The four-time Grammy-nominated ensemble band Plena Libre graced Smothers Theatre Sunday for their first performance at Pepperdine University. The event was unlike any other musical performance, filled with educational tidbits, audience involvement and, of course, the beautiful music of Puerto Rico.
The band’s frontman Gary Nunez formed Plena Libre in 1994 with the intention to expand the world’s knowledge of Puerto Rican music.
“I had been Studying Puerto Rican folklore [for] 40 years, [when] I realized that there are many Puerto Rican people known around the world … people knew about Puerto Rico but they didn’t know where Puerto Rico was, they didn’t know about the culture … they didn’t know about our music … the easiest rhythm to open a gateway was going to be plena … I started the group with that purpose … it was a way to open doors for people to know Puerto Rican music,” Nunez said.
Nunez is a graduate from the University of Puerto Rico and a graduate (magna cum laude) from the Music Conservatory of Puerto Rico. He is also a self-taught bass player and is knowledgeable of other instruments including the drums, guitar, and vibraphone. Nunez serves as the band’s music director, composer and bassist, playing the latter role on the four-string double bass. While many people think Puerto Rican music consists only of salsa, the small Caribbean island has also been at the forefront of a variety of other styles. The plena style was created in the slums (barrios) of Puerto Rico during the early 20th century. It is a fusion of African, Spanish and Caribbean sounds that is very easy to dance to.
Plena Libre infuses the plena and bomba styles as well as incorporating jazz, merengue, cumbia and mambo beats. The band consists of 12 members with “five vocalists singing in lush three- and four-part harmonies.”
In between some of their hits, Nunez educated the audience Sunday night about the plena music and the mission of plena Libre. The band has broken cultural barriers around the world with their rhythms and judgment-free dance environment. Nunez expressed his aim to welcome people from all walks of life to learn more about the music and traditional culture of Puerto Rico.
“I was mindful of the English-speaking people (in the audience) as well as Latinos. I’m glad they are there because they are my people, but the other audiences that are from different cultures, that makes me happy because they are people who are willing to be open to a new experience,” Nunez said.
Throughout the concert, the band encouraged audience interaction through dance, at times instructing certain dance steps to follow for those who were hesitant to move.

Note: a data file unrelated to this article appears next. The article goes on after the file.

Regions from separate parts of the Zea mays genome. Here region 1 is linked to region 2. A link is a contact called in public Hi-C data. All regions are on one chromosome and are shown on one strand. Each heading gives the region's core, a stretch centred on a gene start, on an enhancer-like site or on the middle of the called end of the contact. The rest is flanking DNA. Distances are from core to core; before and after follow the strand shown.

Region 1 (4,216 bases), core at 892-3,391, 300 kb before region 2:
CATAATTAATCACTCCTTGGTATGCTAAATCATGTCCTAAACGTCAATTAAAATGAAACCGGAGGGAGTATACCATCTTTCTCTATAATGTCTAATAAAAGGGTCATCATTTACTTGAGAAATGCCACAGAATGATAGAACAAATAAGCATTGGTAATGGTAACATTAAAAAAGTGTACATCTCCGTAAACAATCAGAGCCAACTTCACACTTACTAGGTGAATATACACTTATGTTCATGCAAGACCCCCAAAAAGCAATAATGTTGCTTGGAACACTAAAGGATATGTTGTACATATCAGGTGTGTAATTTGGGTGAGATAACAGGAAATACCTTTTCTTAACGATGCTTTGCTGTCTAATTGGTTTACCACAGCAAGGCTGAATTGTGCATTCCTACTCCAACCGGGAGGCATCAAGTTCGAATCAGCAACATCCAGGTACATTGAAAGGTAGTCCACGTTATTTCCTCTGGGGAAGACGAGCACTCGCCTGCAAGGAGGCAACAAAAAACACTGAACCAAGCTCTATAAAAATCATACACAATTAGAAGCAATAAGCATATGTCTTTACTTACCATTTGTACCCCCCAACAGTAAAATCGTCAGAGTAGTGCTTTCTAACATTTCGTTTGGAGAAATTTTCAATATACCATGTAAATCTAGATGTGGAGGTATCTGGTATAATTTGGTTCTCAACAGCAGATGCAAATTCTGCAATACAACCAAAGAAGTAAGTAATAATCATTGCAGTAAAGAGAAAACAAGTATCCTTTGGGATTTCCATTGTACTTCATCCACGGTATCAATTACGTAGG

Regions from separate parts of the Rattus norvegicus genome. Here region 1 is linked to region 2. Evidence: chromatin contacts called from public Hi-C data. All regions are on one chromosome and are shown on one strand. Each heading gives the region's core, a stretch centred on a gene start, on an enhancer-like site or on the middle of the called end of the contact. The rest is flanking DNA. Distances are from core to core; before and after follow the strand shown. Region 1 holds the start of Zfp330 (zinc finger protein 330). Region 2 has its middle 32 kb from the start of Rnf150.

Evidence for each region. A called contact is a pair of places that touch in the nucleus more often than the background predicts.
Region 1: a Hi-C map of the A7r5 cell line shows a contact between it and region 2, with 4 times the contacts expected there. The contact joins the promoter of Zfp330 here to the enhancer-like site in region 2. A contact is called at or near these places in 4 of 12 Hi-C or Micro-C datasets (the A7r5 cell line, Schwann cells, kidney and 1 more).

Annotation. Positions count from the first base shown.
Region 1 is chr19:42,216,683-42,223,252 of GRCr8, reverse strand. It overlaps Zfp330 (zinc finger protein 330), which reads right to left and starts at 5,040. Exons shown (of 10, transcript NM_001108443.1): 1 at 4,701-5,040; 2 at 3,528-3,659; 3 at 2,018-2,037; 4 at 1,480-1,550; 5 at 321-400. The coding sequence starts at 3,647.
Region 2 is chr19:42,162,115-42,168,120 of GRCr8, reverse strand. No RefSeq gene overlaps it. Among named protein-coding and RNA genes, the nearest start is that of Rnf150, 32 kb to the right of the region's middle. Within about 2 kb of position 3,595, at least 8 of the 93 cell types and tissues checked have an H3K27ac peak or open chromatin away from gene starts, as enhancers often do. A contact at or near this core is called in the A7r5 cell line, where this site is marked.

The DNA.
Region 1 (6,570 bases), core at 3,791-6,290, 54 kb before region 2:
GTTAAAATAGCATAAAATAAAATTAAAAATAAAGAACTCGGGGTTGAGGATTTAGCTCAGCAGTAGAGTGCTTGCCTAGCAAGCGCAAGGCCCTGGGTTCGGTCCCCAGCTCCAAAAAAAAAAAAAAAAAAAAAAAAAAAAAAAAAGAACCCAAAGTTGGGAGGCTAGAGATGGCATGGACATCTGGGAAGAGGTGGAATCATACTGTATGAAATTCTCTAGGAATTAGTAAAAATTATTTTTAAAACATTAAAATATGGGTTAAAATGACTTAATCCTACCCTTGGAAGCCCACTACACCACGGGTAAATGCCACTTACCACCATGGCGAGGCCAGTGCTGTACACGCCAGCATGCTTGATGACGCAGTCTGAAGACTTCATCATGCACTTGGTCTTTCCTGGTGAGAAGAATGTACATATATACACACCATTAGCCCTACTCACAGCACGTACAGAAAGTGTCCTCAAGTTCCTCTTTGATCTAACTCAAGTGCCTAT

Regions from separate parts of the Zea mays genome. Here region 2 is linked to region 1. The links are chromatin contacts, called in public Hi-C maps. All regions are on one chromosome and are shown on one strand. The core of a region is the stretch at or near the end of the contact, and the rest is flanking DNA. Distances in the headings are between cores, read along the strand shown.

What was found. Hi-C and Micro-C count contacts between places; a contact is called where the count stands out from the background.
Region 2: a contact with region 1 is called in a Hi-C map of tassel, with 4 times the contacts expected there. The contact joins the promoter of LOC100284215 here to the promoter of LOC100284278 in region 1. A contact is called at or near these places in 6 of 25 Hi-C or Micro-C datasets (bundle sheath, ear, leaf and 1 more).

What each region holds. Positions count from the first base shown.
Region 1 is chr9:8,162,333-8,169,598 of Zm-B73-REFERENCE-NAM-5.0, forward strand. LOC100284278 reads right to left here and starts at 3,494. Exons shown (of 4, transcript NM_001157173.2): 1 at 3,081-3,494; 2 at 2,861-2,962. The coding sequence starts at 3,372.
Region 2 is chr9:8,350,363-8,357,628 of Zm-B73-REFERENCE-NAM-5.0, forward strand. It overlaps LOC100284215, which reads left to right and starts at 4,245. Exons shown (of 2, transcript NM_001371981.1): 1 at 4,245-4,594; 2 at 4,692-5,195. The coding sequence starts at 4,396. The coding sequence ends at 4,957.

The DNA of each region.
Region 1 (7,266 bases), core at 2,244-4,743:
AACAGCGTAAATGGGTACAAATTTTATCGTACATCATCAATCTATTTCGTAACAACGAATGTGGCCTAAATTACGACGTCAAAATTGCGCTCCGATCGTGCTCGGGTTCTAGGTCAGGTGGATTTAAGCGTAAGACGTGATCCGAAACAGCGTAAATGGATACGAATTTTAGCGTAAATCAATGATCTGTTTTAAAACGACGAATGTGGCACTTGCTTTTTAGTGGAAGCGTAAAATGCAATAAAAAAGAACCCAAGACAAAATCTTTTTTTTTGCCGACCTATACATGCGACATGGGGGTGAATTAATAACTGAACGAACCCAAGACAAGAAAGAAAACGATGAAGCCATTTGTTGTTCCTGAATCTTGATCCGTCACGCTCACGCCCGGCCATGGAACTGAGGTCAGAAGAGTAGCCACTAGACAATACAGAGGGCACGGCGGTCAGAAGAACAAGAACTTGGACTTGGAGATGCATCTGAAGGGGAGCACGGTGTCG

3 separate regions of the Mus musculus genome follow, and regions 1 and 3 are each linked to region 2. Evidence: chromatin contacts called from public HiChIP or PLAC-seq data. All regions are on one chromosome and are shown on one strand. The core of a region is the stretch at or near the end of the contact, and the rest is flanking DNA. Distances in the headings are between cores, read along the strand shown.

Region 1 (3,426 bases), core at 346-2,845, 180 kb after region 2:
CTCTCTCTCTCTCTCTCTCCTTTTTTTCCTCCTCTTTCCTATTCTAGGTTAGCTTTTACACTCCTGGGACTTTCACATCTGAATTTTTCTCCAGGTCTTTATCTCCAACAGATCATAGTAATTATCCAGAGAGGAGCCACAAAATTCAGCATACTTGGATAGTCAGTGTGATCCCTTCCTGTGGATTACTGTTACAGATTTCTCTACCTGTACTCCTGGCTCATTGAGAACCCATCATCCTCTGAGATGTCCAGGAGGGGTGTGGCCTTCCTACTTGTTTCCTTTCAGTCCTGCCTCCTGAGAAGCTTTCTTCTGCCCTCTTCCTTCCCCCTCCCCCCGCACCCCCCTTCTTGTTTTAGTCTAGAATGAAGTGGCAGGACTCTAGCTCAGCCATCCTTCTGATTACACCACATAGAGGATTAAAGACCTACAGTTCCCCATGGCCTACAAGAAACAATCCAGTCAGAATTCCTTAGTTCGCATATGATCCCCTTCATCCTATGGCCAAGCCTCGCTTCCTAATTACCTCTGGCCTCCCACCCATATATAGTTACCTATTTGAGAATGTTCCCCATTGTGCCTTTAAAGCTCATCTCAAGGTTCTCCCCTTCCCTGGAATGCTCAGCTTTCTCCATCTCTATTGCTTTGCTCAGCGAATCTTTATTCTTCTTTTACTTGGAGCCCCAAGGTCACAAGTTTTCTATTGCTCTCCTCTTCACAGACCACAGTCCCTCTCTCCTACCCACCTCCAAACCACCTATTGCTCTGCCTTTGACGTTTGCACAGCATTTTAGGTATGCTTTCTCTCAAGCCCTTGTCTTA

When asked why they take this approach, Nunez said, “First of all we want them to have a good time. Having a good time … is always good. When you’re having a good time, you’re more receptive to learn; things stick to you when you are relaxed. When they walk out, what I expect them to feel is that they had a good time and they learned something.”
Besides their four Grammy nominations, Plena Libre has been recognized and loved all over the world. They have toured in France, Italy, Germany, Spain, Denmark, England, Belgium, Africa, Malaysia, Canada and various places in the United States. They have also performed at the Mid-Summer Festival at Lincoln Center, the Kennedy Center, the Toronto Jazz Festival, California World Music Festival, The Latino Music Festival and many more events.
Plena Libre transcends generations and cultures because of their approach to music and education. “The whole trick about the thing is to learn to respect the next guy; it doesn’t mean you have to agree with everything … as long as there is respect and you are working for a common goal which is peace and goodness and being human, you will be able to work together while maintaining your differences … to create a better world,” Nunez said.
While at Pepperdine, the band also performed for local elementary schools as a part of Pepperdine’s ARTSReach Program. This program, supported by the Center for the Arts Guild, sponsors free arts experience for children from Ventura and the inner-city Los Angeles area. The schools at Plena Libre’s performance include Riverside Drive and Canyon Charter Elementary, YES Academy and Thurgood Marshall School.
After 18 years and 13 albums, Plena Libre is continuing their work to share Puerto Rican music and culture around the world. “Plena Libre was the first folklore group to be nominated for the Grammys; it never happened before. First of all, as an artist, I’m proud of being recognized … but what made me really proud was that it opened the gate for the music of Puerto Rico to be heard outside of Puerto Rico … After we got the first three nominations there were other nominations for other plena groups… I got to open that space … and then it’s our responsibility to keep it open. “
To learn more about Plena Libre and future tour dates, check out their website at Plenalibre.com